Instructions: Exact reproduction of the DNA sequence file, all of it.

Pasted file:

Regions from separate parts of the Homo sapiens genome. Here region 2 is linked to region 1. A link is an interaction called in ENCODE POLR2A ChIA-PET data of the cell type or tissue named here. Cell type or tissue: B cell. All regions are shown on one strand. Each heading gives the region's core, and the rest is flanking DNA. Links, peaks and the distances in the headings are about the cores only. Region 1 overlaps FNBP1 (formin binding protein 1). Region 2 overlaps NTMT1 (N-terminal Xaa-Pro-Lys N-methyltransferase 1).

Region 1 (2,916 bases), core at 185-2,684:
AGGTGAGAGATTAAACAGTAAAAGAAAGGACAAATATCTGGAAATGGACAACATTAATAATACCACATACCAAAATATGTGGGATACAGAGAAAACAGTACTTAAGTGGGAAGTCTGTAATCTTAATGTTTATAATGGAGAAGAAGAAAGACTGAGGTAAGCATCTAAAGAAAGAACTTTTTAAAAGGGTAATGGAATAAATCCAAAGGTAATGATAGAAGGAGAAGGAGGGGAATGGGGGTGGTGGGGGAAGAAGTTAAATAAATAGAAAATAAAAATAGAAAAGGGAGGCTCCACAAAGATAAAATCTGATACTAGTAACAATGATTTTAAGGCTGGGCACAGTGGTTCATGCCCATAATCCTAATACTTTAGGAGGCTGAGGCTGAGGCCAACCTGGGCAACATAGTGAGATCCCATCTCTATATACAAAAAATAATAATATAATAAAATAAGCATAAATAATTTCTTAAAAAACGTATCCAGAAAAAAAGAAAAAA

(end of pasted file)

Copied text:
Regions from separate parts of the Homo sapiens genome. Here region 2 is linked to region 1. A link is an interaction called in ENCODE POLR2A ChIA-PET data of the cell type or tissue named here. Cell type or tissue: B cell. All regions are shown on one strand. Each heading gives the region's core, and the rest is flanking DNA. Links, peaks and the distances in the headings are about the cores only. Region 1 overlaps FNBP1 (formin binding protein 1). Region 2 overlaps NTMT1 (N-terminal Xaa-Pro-Lys N-methyltransferase 1).

Region 1 (2,916 bases), core at 185-2,684:
AGGTGAGAGATTAAACAGTAAAAGAAAGGACAAATATCTGGAAATGGACAACATTAATAATACCACATACCAAAATATGTGGGATACAGAGAAAACAGTACTTAAGTGGGAAGTCTGTAATCTTAATGTTTATAATGGAGAAGAAGAAAGACTGAGGTAAGCATCTAAAGAAAGAACTTTTTAAAAGGGTAATGGAATAAATCCAAAGGTAATGATAGAAGGAGAAGGAGGGGAATGGGGGTGGTGGGGGAAGAAGTTAAATAAATAGAAAATAAAAATAGAAAAGGGAGGCTCCACAAAGATAAAATCTGATACTAGTAACAATGATTTTAAGGCTGGGCACAGTGGTTCATGCCCATAATCCTAATACTTTAGGAGGCTGAGGCTGAGGCCAACCTGGGCAACATAGTGAGATCCCATCTCTATATACAAAAAATAATAATATAATAAAATAAGCATAAATAATTTCTTAAAAAACGTATCCAGAAAAAAAGAAAAAA